Pretty much the entire world is pissed at Facebook right now but don’t worry, The Wall Street Journal is here to declare a pox on all the houses of technology, whether it makes sense or not,
Writing for The Journal, Christopher Mims says “Apple, Amazon and Google Also Are Bracing for Privacy Regulations.” (Tip o’ the antlers to Matthew.)
We are finally waking up to the fact that we aren’t merely “the product” of companies like Facebook Inc. and Alphabet Inc.’s Google. As one Silicon Valley investor put it, we are their fuel.
At least our personal data is…
Are we talking about the same Apple? Because, in this regard, Apple is not very much a company “like Facebook” other than the fact that they have both been incorporated. You might just as well have made that title “Carvel Ice Cream, Amazon and Google Also Are Bracing for Privacy Regulations”.
Oh, you don’t think Carvel’s been tracking all those Cookie Puss cakes you’ve been saying were for your birthday and you’ve been buying every other week? You think driving over to the Norwalk Carvel is going to matter? You’re living in a fool’s paradise, Brent. Carvel knows, man. Carvel knows.
Mims’ main point is about European privacy regulations known as the General Data Protection Regulation (GDPR) that come into force on May 25. How badly will this affect Apple, the first company mentioned in this article about privacy? Well, you gotta wait until paragraph 18.
GDPR is likely to strengthen Apple’s position in the short term.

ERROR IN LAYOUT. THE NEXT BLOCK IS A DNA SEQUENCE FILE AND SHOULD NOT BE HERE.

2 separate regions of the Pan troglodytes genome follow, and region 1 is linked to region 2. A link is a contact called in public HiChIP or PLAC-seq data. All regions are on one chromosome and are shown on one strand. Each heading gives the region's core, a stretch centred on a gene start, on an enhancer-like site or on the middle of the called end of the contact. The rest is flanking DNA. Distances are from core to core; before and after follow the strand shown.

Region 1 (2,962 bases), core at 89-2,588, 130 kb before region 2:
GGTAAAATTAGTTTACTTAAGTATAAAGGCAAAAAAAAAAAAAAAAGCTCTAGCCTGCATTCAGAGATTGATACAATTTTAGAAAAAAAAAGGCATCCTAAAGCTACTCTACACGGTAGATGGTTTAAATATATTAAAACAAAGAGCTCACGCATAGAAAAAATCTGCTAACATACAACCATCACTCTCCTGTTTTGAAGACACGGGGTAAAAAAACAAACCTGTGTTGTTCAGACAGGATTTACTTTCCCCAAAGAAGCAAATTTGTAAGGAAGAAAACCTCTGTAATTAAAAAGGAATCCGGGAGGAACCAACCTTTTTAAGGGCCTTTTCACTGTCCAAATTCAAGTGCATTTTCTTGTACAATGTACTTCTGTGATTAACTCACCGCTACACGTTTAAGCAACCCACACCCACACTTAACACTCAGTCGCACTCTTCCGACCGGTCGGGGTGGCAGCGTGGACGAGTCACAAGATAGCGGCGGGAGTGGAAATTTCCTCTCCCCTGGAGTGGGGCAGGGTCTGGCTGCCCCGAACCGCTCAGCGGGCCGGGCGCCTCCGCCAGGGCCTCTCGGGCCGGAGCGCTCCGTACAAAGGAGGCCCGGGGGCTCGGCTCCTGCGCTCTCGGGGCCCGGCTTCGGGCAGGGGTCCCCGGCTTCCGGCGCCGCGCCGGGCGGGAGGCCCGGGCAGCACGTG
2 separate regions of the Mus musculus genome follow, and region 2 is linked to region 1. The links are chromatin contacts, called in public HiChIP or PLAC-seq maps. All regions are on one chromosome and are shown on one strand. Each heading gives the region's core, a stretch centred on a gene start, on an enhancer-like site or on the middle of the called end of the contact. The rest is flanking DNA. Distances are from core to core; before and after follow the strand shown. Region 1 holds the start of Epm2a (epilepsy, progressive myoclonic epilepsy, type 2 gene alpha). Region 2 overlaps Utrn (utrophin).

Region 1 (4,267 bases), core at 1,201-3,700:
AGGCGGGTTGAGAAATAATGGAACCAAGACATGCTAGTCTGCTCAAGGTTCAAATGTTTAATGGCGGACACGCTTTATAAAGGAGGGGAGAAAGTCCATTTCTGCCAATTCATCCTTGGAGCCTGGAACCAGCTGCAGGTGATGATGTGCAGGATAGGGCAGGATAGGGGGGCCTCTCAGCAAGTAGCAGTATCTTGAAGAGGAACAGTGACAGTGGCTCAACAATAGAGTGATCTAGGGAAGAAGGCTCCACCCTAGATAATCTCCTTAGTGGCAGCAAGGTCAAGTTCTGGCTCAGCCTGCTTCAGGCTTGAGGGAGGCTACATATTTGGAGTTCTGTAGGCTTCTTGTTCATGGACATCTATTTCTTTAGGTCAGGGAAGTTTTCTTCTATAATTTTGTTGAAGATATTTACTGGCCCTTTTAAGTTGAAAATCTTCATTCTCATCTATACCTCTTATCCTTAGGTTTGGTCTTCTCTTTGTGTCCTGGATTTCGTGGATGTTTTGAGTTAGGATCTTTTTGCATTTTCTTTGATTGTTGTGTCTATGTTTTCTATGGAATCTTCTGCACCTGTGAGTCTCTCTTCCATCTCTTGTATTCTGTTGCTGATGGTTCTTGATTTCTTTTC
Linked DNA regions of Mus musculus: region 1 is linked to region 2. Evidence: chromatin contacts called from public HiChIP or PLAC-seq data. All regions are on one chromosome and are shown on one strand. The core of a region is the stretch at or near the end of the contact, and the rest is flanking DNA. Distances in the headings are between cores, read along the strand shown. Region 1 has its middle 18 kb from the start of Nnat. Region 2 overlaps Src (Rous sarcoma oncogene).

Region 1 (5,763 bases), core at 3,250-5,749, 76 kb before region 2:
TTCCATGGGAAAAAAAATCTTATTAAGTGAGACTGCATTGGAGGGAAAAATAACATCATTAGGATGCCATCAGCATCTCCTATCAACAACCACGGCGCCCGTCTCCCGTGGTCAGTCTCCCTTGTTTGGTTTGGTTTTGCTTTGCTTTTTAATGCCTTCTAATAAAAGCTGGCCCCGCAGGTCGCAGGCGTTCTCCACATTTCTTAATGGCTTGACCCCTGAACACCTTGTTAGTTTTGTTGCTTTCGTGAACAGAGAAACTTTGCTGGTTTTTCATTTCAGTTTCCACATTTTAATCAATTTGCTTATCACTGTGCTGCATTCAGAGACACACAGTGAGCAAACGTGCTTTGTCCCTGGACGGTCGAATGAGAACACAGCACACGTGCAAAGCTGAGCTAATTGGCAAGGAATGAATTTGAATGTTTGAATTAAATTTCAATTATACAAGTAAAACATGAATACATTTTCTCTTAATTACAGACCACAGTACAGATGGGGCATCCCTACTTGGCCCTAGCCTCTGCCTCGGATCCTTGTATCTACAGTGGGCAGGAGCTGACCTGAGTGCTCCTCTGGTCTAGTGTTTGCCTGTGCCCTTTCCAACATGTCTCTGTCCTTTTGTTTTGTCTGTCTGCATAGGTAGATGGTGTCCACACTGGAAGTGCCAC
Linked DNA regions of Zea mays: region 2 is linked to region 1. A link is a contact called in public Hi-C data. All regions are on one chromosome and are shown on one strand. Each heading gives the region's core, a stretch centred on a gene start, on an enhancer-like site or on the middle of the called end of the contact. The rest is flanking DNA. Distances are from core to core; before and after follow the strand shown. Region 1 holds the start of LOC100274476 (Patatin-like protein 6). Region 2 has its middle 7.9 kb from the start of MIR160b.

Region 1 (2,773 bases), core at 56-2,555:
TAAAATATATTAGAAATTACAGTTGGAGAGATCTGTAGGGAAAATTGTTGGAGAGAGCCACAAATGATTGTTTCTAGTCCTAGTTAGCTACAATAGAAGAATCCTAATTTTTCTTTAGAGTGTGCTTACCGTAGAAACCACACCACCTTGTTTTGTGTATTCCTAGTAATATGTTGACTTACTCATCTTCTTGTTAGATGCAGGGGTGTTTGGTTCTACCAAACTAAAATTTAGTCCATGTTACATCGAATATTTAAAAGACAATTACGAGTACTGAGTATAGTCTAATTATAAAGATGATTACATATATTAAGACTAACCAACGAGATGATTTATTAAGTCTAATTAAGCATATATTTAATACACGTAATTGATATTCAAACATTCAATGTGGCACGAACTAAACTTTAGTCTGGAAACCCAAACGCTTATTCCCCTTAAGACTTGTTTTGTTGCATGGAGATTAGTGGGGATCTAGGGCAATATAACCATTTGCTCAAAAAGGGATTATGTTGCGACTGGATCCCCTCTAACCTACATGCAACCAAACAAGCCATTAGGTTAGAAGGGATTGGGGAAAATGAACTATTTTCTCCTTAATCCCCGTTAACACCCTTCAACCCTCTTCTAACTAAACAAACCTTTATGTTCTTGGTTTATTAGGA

That is indeed very bracing.
“Apple will find GDPR to be very much consistent with its value system,” Mr. McNamee said. Apple advocates differential privacy, an approach to data collection that is meant to prevent our data from being personally identifiable. It has already rolled out changes to iOS in anticipation of the regulations.
Apple is a strong proponent of the privacy of its customers and already has privacy protections in place.
Ohhhhhh noooooooo. Sounds terrrrrrible.
Like bracing yourself for pudding.
Apple CEO Tim Cook likes to say his company would never make the same kind of mistakes that Facebook has. But Mr. Cook’s confidence belies the fact that Facebook — now overwhelmingly accessed via mobile devices — would scarcely exist without the iPhone and its Android-powered imitators.
The internet would scarcely exist without wires so… you’re next, coaxial cable.
Okay, fine, operating systems manufacturers do have a duty to make sure disreputable companies don’t run rampant on their platforms, but Apple is the one company that’s made privacy a signature feature and is trying harder than all the rest. It’s the one company that has suffered the eye-rolling condescension of pundits who just months ago were declaring privacy “over” and Apple woefully behind the curve because it wasn’t nom-nom-noming up all its customers data.
A privacy hole in Android let Facebook scrap call and text data for years but The Wall Street Journal wants Apple at the top of the headline and tut-tutted throughout because… well, the Macalope isn’t really sure why. It’s not just mad clicks since this is behind a paywall. Presumably just some kind of knee-jerk lack of belief in the forthrightness of anyone actually trying to protect their customer instead of grabbing everything they can grab.
After all, that kind of thing probably rubs The Journal editorial board the wrong way.
In addition to being a mythical beast, the Macalope is not an employee of Macworld. As a result, the Macalope is always free to criticize any media organization. Even ours.